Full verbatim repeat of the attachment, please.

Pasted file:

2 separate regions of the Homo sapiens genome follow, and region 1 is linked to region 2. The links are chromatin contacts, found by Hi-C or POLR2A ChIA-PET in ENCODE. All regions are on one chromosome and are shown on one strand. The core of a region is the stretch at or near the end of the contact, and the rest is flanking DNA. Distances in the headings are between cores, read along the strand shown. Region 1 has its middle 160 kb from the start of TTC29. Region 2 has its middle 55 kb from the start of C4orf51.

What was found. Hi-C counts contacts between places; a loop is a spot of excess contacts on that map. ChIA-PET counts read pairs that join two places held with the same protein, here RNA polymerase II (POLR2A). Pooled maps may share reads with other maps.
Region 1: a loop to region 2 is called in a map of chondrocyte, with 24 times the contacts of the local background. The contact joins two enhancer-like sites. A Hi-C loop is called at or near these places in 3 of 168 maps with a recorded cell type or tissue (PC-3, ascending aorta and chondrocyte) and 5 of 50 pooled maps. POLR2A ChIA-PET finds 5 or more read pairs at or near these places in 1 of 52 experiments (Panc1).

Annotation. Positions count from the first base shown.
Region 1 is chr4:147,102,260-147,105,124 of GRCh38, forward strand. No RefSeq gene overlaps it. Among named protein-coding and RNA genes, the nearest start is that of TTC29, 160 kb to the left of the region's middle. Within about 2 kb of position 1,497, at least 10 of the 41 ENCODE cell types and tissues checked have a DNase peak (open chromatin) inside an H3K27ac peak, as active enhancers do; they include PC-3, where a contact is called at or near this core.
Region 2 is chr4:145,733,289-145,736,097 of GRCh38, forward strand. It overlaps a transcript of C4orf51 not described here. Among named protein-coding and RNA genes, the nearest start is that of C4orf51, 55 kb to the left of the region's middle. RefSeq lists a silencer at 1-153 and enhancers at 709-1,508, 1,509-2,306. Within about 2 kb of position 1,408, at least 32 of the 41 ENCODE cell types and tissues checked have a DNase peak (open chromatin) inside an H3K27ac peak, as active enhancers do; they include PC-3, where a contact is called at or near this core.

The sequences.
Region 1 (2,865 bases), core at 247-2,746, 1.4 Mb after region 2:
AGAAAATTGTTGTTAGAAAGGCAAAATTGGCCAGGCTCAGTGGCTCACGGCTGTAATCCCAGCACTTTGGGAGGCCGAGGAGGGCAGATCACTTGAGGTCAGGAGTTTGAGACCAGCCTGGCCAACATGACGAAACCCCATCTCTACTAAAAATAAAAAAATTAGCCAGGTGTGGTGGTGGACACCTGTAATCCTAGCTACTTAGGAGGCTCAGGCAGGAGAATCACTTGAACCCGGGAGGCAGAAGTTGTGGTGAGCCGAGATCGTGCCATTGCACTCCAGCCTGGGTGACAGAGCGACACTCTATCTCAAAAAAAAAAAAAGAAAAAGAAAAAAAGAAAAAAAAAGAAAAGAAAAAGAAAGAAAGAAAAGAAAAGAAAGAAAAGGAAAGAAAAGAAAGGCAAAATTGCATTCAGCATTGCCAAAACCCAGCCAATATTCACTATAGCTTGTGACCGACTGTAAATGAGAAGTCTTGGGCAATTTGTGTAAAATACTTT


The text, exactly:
2 separate regions of the Homo sapiens genome follow, and region 1 is linked to region 2. The links are chromatin contacts, found by Hi-C or POLR2A ChIA-PET in ENCODE. All regions are on one chromosome and are shown on one strand. The core of a region is the stretch at or near the end of the contact, and the rest is flanking DNA. Distances in the headings are between cores, read along the strand shown. Region 1 has its middle 160 kb from the start of TTC29. Region 2 has its middle 55 kb from the start of C4orf51.

What was found. Hi-C counts contacts between places; a loop is a spot of excess contacts on that map. ChIA-PET counts read pairs that join two places held with the same protein, here RNA polymerase II (POLR2A). Pooled maps may share reads with other maps.
Region 1: a loop to region 2 is called in a map of chondrocyte, with 24 times the contacts of the local background. The contact joins two enhancer-like sites. A Hi-C loop is called at or near these places in 3 of 168 maps with a recorded cell type or tissue (PC-3, ascending aorta and chondrocyte) and 5 of 50 pooled maps. POLR2A ChIA-PET finds 5 or more read pairs at or near these places in 1 of 52 experiments (Panc1).

Annotation. Positions count from the first base shown.
Region 1 is chr4:147,102,260-147,105,124 of GRCh38, forward strand. No RefSeq gene overlaps it. Among named protein-coding and RNA genes, the nearest start is that of TTC29, 160 kb to the left of the region's middle. Within about 2 kb of position 1,497, at least 10 of the 41 ENCODE cell types and tissues checked have a DNase peak (open chromatin) inside an H3K27ac peak, as active enhancers do; they include PC-3, where a contact is called at or near this core.
Region 2 is chr4:145,733,289-145,736,097 of GRCh38, forward strand. It overlaps a transcript of C4orf51 not described here. Among named protein-coding and RNA genes, the nearest start is that of C4orf51, 55 kb to the left of the region's middle. RefSeq lists a silencer at 1-153 and enhancers at 709-1,508, 1,509-2,306. Within about 2 kb of position 1,408, at least 32 of the 41 ENCODE cell types and tissues checked have a DNase peak (open chromatin) inside an H3K27ac peak, as active enhancers do; they include PC-3, where a contact is called at or near this core.

The sequences.
Region 1 (2,865 bases), core at 247-2,746, 1.4 Mb after region 2:
AGAAAATTGTTGTTAGAAAGGCAAAATTGGCCAGGCTCAGTGGCTCACGGCTGTAATCCCAGCACTTTGGGAGGCCGAGGAGGGCAGATCACTTGAGGTCAGGAGTTTGAGACCAGCCTGGCCAACATGACGAAACCCCATCTCTACTAAAAATAAAAAAATTAGCCAGGTGTGGTGGTGGACACCTGTAATCCTAGCTACTTAGGAGGCTCAGGCAGGAGAATCACTTGAACCCGGGAGGCAGAAGTTGTGGTGAGCCGAGATCGTGCCATTGCACTCCAGCCTGGGTGACAGAGCGACACTCTATCTCAAAAAAAAAAAAAGAAAAAGAAAAAAAGAAAAAAAAAGAAAAGAAAAAGAAAGAAAGAAAAGAAAAGAAAGAAAAGGAAAGAAAAGAAAGGCAAAATTGCATTCAGCATTGCCAAAACCCAGCCAATATTCACTATAGCTTGTGACCGACTGTAAATGAGAAGTCTTGGGCAATTTGTGTAAAATACTTT